Jewel Quest Heritage
Jewel Quest Heritage reverts back to the original format of completing numerous Jewel Boards that are completed by creating groups of three or more similarly coloured jewels. In the earlier Jewel Quest titles, Rupert Pack and his wife Emma searched for and discovered the fabulous Golden Jewel Board treasured by the ancient Aztecs. This board was then presented to the Rupert Pack museum where it could be seen by the general public. Under normal circumstances this would have brought the story to a logical conclusion but this was not to be otherwise we would not have the game which is the subject of this review. Rupert’s evil adversary (is there any other type), Sebastian Grenard, claimed ownership of the Golden Jewel Board and was awarded the board following a court case. As a result, Rupert has to hit the trail yet again to find the necessary evidence enabling him to reclaim his rightful ownership of the Golden Jewel Board.
Working backwards through his family tree, Rupert needs to visit locations that will provide the clues that will help him unravel his family history and lead him to a connection to Hernan Cortes that will prove his right to claim the board. The game starts with a tutorial session that is located in the room of Rupert’s daughter Natalie. With the boards available in this room you can try out the three different game modes that occur throughout the game.
Taking the leading role in game formats is Standard mode whereby you can create match-3 groups by exchanging two adjacent jewels. In Limited jewel mode you only have access to the jewels located in the lower portion of the board as you create your match-3 groups. The third and final format is that of Swap mode which limits you to a specific number of moves. Unlike the other two types of game play, you are allowed to swap adjacent jewels without creating a match-3 group when playing Swap mode. In each case you have to turn the complete board to gold by creating match-3 groups.
After the tutorial, which you can miss if you wish, the game starts in earnest as you select from the boards in Rupert or Emma’s possession before moving on to Rupert’s various ancestors. Each board is displayed against a picturesque backdrop that is relevant to the current stage of the storyline. At the successful completion of each board, which needs to be carried out within a set time limit, you are rewarded with a puzzle piece. These pieces can be used to help recreate one of the image’s representing Rupert’s ancestors which are displayed in family tree format.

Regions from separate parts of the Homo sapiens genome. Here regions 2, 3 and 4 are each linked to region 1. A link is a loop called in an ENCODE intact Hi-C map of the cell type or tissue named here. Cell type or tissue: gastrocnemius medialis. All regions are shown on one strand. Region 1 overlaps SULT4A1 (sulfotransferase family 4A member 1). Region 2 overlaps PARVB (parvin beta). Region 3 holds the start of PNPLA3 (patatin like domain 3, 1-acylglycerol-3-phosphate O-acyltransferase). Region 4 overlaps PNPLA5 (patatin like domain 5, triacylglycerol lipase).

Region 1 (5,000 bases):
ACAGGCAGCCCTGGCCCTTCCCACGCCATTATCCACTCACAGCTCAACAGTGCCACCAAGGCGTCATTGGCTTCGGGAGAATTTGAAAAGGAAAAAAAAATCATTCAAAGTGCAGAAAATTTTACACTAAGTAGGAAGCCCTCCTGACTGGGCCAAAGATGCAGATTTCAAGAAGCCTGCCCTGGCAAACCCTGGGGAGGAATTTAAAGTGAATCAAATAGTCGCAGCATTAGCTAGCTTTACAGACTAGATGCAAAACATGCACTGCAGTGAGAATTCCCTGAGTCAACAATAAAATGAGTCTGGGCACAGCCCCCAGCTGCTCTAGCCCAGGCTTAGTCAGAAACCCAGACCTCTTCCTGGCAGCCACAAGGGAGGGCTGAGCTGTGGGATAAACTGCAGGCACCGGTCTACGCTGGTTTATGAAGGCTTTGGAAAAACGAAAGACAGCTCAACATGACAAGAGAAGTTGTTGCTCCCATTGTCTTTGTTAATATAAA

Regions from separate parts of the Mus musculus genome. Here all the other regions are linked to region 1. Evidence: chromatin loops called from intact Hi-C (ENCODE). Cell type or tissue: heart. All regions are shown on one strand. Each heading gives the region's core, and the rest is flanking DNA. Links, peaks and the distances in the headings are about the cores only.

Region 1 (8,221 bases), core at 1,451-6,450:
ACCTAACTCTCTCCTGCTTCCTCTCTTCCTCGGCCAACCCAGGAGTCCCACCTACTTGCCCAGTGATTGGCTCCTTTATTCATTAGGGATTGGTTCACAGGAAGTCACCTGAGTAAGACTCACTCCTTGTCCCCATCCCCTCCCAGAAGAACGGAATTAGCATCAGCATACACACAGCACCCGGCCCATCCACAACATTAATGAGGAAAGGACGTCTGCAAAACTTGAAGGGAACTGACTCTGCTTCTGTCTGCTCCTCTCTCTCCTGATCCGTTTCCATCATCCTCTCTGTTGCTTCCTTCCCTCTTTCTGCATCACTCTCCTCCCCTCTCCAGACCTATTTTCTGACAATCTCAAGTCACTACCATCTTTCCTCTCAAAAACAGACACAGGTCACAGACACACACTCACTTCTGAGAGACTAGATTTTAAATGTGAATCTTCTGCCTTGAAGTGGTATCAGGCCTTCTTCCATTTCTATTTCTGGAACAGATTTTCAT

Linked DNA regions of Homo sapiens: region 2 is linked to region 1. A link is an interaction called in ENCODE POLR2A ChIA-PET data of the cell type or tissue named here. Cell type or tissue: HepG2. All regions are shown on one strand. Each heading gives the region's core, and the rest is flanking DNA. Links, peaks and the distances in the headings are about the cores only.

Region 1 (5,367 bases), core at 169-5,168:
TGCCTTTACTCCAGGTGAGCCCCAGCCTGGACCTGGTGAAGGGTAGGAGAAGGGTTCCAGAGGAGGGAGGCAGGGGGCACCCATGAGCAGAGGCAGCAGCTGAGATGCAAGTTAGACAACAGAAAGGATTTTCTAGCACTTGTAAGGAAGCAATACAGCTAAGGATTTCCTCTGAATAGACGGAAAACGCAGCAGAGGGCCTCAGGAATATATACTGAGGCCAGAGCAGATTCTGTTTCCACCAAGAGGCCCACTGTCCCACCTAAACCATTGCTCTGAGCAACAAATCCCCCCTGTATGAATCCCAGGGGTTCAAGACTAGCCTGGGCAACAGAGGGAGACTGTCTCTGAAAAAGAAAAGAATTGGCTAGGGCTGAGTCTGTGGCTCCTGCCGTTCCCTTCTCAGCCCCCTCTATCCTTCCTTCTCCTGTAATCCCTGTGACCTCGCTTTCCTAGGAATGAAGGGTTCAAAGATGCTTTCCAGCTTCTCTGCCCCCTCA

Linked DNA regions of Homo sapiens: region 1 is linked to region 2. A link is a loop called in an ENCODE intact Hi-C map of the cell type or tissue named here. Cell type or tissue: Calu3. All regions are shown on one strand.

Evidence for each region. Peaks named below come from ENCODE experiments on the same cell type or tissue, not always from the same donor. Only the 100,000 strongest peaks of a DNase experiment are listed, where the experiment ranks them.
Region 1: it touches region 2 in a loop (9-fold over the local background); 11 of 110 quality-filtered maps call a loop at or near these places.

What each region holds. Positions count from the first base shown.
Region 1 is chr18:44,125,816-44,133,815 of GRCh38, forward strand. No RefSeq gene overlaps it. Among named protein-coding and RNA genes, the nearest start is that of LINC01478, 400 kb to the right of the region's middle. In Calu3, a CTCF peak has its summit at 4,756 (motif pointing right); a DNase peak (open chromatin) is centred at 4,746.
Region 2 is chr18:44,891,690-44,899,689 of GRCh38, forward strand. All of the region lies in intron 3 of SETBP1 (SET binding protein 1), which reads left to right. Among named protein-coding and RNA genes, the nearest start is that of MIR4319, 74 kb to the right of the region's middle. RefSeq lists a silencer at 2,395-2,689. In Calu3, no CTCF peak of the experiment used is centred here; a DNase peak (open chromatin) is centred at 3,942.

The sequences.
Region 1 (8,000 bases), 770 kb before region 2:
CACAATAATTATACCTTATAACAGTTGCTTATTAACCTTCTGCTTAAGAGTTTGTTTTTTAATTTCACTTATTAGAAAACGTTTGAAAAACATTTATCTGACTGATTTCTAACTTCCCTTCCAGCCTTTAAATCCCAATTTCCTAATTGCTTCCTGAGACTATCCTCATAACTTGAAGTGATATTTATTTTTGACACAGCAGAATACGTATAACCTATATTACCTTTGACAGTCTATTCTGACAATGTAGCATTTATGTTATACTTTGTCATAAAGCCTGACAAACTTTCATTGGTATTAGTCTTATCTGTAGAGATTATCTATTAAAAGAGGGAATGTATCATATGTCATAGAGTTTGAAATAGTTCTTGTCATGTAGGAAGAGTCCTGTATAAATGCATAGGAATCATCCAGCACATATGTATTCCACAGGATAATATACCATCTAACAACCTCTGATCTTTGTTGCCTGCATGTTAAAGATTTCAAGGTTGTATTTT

You will need to complete all the boards in the first level before you get enough puzzle pieces to build up the portraits of the preceding level of family members. An unlimited number of attempts are allowed to complete each board with each failure bringing forth words of encouragement or occasionally sarcastic comments. After three or more failures with a particular board you are offered the opportunity to have additional playing time.
Along with the various coloured jewels of different hues, some of the boards will have special objects that can include gold and silver Aztec coins; black crows; monkeys and cages in which to trap them; clocks giving additional time; frozen jewels and Fluorite jewels which can not be moved. With all these various items populating the board it can be rather difficult at times to identify the individual cells that are yet to be turned to gold. Fortunately by holding down the left Ctrl key will temporary remove all the jewels and other items allowing you to identify those areas still not gold.
With 175 unique boards, that gradually become more difficult as you progress in the game, Jewel Quest Heritage is a well designed game that will keep you coming back for more. The game is challenging and visually impressive with scenic backdrops that can be used as wallpaper for your computer screens. Priced at £9.99, Jewel Quest Heritage requires a 800MHz processor, 256MB of hard disk space and support for DirectX 7.0 running Windows XP or later.
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